Hand Eye is a collection inspired by a collection. Each of the six composers of Sleeping Giant chose a work belonging to the Maxine and Stuart Frankel Foundation for Art to use as a point of departure for their own musical contribution to Hand Eye. Some composers chose to recreate or aurally represent their chosen artist’s process, while others responded more broadly to the work’s subject matter or character. Heard as a continuous whole, Hand Eye is an audio tour through a stunning collection of contemporary art, and a testament to the power of dialogue across artistic disciplines. More images of and info about the artwork can be found at www.eighthblackbird.org/hand-eye-artwork.
Sleeping Giant is a collective of six“ talented guys” (The New Yorker) who are “ rapidly gaining notice for their daring innovations, stylistic range and acute attention to instrumental nuance” (WQXR). They compose a diverse body of music that prizes vitality and diversity over a rigid aesthetic, and their music has appeared in concert halls and clubs throughout the US and Europe, from Carnegie Hall and the Kennedy Center to Wigmore Hall and the Concertgebouw. Recent projects include a two-year Music Alive residency with the Albany Symphony, a collaborative work for cellist Ashley Bathgate, and Histories, a Stravinsky-inspired work for Ensemble ACJW and the Deviant Septet commissioned by Carnegie Hall. For more info, go to www.sleepinggiantcomposers.com. Program notes from the composers:
Timo Andres, Checkered Shade
The patterned pen-and-ink abstractions of Astrid Bowl by —and by association, the work of Edward Gorey —inspired the textures of Checked Shade. The piece is structured as a gradual zoom outward; tiny fragments of repeated material resolve into larger patterns, which, at the urging of the violin, eventually coalesce into an expressive chorale.
Andrew Norman, Mine, Mime, Meme
Mine, Mime, Meme was inspired by rAndom International’s installation piece, Audience, in which a field of small, mirrored machines rotates to follow the movements of any viewer that steps into their midst. In my three short pieces, the cellist finds himself in a sonic space where everything he does is mimicked by the five other instrumentalists. As the music progresses through various moods and modes of expression, the followers get better and better at predicting the cellist’s moves, eventually subsuming the cellist into their collective motions and then fighting amongst themselves for supremacy.
Robert Honstein, Conduit
Conduit takes its cue from an interactive sculpture by digital artists Zigelbaum and Coelho. In their 640 by 480, the human body merges with computational process, facilitating simple copy/paste operations between sculptural elements. Set in three movements —Touch, Pulse, Send —Conduit evokes this man/machine synthesis. As bright waves of color explode from repeated sonic bursts, Touch compulsively repeats the gesture so fundamental to how we interact with our devices. In Pulse, long lines in the flute and cello move through a cloud of asynchronous repeated notes, evoking the instantaneous moment when data passes from finger to screen. Finally, Send completes the transfer. Action follows as the music energizes and accelerates, moving briskly to a wild conclusion.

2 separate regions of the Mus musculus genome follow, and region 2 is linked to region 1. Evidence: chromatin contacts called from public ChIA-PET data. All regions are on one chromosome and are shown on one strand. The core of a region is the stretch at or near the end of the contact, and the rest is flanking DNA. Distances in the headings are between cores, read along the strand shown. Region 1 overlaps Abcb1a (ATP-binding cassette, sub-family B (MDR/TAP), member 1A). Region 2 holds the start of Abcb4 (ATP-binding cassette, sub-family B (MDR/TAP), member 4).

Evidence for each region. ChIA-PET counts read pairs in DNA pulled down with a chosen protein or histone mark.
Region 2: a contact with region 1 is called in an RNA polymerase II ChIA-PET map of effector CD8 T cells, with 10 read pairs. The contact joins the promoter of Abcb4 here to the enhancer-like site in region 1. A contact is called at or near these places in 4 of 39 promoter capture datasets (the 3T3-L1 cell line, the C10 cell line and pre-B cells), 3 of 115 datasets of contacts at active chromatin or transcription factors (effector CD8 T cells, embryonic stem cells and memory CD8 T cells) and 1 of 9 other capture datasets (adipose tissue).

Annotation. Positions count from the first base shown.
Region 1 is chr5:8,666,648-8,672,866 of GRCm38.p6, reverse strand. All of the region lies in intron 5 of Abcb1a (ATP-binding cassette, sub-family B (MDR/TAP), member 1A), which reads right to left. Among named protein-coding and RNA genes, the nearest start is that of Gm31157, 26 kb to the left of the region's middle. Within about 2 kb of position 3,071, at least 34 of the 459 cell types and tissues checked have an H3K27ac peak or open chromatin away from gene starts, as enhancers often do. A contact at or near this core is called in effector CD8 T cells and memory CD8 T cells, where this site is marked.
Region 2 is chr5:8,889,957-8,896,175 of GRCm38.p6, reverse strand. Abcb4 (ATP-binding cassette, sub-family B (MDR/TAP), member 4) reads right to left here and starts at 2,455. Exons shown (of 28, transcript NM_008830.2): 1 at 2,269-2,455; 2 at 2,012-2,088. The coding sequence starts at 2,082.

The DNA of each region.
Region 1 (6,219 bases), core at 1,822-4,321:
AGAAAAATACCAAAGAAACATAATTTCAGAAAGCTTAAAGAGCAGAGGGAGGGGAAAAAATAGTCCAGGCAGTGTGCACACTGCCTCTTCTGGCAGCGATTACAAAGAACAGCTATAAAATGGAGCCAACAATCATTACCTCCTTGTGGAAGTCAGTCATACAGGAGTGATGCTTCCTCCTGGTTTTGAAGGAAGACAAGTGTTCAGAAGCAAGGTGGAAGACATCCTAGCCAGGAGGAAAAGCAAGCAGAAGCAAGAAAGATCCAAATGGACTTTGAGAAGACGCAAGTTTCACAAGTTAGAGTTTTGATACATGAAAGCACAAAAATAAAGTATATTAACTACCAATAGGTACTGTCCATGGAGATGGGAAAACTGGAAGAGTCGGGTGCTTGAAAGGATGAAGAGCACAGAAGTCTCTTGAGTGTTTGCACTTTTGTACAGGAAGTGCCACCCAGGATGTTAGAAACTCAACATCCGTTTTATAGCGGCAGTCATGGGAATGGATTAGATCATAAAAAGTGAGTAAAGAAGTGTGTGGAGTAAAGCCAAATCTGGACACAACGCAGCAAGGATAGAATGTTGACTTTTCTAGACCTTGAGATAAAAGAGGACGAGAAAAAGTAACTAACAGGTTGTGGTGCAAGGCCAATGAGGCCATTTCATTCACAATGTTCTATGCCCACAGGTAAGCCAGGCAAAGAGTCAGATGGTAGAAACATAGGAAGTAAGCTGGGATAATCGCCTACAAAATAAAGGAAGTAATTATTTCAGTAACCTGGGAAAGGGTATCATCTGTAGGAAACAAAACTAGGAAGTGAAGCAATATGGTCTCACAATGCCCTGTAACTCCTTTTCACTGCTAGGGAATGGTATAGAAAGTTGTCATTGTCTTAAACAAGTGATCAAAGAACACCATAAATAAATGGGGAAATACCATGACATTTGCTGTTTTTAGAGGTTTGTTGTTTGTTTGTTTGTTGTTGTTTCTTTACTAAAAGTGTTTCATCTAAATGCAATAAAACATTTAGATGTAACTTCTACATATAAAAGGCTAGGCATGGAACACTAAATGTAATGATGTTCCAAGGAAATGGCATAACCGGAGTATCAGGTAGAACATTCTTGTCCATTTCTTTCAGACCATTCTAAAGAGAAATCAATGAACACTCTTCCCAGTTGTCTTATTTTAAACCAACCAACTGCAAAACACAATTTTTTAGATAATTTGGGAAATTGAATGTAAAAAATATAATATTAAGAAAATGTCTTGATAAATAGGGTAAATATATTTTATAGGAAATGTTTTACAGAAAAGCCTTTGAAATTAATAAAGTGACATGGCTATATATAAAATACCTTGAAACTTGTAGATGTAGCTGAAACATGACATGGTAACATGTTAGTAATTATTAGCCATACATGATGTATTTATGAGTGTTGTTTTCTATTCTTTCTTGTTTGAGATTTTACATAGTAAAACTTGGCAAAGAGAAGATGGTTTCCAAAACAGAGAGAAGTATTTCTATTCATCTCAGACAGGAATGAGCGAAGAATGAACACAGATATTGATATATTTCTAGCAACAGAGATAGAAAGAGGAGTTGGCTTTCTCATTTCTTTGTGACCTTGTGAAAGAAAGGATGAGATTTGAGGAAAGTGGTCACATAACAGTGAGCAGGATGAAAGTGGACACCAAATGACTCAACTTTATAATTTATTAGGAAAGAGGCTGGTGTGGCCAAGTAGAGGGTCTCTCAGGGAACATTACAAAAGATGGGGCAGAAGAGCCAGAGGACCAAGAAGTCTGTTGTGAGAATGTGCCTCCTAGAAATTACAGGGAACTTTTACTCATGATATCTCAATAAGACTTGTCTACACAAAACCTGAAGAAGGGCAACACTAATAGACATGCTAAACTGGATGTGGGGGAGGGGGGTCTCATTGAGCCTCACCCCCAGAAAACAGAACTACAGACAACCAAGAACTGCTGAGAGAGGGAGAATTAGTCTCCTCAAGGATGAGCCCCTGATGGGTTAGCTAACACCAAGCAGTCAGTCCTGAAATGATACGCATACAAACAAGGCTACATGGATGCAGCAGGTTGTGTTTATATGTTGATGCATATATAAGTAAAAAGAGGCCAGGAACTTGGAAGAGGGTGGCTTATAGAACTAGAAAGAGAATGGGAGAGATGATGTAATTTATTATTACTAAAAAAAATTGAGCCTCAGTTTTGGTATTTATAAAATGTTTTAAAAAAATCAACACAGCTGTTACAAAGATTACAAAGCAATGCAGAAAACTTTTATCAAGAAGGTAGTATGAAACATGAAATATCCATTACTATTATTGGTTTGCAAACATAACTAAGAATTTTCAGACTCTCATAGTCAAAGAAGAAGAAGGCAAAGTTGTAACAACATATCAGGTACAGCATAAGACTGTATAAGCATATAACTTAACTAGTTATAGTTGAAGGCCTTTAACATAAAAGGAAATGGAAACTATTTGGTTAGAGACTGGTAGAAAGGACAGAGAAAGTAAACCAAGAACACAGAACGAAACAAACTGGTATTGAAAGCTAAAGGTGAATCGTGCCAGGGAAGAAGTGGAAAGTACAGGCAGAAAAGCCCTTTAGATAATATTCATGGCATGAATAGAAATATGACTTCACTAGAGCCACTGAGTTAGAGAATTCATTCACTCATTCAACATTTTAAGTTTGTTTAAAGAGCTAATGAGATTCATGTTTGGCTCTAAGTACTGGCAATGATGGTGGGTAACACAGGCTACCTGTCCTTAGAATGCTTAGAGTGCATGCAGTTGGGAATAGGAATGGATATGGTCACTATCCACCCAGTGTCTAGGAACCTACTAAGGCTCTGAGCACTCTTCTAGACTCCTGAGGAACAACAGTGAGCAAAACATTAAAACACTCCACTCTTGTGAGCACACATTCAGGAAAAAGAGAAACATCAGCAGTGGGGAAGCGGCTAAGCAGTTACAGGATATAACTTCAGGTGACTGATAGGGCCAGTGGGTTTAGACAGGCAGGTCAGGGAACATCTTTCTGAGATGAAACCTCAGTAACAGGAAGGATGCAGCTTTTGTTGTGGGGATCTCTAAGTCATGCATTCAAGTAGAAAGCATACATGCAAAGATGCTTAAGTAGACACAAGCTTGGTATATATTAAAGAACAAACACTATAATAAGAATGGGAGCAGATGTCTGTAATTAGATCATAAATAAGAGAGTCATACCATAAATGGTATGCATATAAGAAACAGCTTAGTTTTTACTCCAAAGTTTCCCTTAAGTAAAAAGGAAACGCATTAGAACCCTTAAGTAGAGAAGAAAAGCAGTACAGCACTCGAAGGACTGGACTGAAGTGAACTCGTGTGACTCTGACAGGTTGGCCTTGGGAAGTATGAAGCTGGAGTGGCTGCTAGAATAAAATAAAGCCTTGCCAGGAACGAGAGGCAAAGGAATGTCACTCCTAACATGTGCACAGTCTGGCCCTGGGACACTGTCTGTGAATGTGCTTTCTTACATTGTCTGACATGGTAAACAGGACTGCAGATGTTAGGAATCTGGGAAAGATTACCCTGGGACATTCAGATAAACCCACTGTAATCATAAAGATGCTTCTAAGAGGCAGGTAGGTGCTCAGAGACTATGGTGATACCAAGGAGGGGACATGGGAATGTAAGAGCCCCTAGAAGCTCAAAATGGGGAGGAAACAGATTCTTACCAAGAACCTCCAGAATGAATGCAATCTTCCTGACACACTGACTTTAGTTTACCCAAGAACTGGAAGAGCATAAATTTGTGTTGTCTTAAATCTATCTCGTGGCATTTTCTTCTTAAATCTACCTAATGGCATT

Christopher Cerrone, South Catalina
South Catalina draws its inspiration from two sources. Swarm, an interactive sculpture by the London-based collective, rAndom International, responds to sounds with a blast of beautifully asynchronous lights. The first time I saw the work, which I sat the entrance to the gallery, I immediately had the idea for a piece of music in which sharp and loud attacks in the piano and percussion would inspire a flurry of wild and improvisatory gestures from the rest of the ensemble.
When I lived in Los Angeles in the fall of 2013, I was struck by its quality of light. Every day in Southern California was unfailingly bright, and while this can be initially enchanting for an East Coaster used to gray winters, it can also feel oppressively out of sync with one’s mood. South Catalina draws on both of these sensations, with driving optimism but also relentless and unforgiving forward movement. South Catalina depicts two successive days, with their unrelenting brightness, and the divergent path that each one takes.
Ted Hearne, By-By Huey, [crossfade]
Robert Arneson’s painting By-By Huey P.is a portrait of24-year old Tyrone “ Double R” Robinson, who murdered Huey P. Newton (co-founder of the Black Panther Party) in 1989. Robinson, a member of the Black Guerrilla Family, is painted with a giant praying mantis superimposed over his face, its wings circling Robinson’s bloodshot eyes. When I saw this work at the Frankel Gallery, my guide told me Arneson included the mantis in the portrait because “they eat their own.” Like Arneson’s painting, my piece By-By Huey memorializes the (self-)destructive. The piano leads, with aggressive and unhinged music that forces the other instruments to follow orbe left behind, but its strings are muted for much of the piece, leaving its voice muzzled and growling.
Jacob Cooper, [crossfade], Cast
Cast draws inspiration from Leonardo Drew’s paper casts of everyday objects like dolls, trinkets, and kitchenware. It aims to reflect the sense of absence and nostalgia evoked by Drew’s work, and to provide an aural analogue to his artistic process. I incrementally build a “cast” of disparate and self-contained instrumental gestures (a detuned clarinet arpeggio, an isolated flute multiphonic, a brush across the violin bridge) around a central “object” (a gentle monolithic vibraphone line). I then gradually remove the “object,” leaving only the sonic encasement.